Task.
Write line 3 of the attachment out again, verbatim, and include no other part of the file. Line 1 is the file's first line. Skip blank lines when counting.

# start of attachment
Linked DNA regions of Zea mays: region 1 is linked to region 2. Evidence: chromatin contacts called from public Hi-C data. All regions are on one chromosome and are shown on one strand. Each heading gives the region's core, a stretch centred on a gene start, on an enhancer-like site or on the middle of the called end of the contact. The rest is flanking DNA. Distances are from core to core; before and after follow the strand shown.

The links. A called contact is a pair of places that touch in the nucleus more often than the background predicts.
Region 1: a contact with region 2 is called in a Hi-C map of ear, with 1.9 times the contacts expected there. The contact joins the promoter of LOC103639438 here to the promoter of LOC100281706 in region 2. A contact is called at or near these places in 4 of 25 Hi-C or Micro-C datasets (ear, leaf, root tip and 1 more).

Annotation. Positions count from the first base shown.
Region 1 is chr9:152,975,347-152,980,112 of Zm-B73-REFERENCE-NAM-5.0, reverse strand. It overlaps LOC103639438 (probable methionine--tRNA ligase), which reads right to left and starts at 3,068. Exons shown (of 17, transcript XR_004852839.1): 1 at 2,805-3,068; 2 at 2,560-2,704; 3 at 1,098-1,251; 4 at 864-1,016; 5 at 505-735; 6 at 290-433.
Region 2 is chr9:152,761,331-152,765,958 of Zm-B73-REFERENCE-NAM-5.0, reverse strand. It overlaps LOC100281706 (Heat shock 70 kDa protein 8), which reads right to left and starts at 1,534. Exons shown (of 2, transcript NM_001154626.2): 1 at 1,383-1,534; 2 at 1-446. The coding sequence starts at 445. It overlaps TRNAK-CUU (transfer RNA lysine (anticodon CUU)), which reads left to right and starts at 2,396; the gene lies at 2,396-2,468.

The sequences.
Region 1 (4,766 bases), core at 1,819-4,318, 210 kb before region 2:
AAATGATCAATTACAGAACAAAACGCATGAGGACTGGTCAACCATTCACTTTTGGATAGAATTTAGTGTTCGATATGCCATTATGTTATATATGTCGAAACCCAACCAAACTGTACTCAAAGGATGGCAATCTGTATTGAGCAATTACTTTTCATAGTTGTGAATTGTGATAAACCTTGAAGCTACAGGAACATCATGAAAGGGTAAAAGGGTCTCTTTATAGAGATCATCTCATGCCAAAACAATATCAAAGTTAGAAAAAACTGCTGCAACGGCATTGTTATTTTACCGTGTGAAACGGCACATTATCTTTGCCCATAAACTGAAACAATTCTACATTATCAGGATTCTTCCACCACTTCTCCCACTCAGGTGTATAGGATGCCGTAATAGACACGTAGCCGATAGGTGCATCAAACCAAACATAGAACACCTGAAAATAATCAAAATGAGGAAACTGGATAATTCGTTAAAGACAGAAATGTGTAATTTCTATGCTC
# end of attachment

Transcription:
Region 1: a contact with region 2 is called in a Hi-C map of ear, with 1.9 times the contacts expected there. The contact joins the promoter of LOC103639438 here to the promoter of LOC100281706 in region 2. A contact is called at or near these places in 4 of 25 Hi-C or Micro-C datasets (ear, leaf, root tip and 1 more).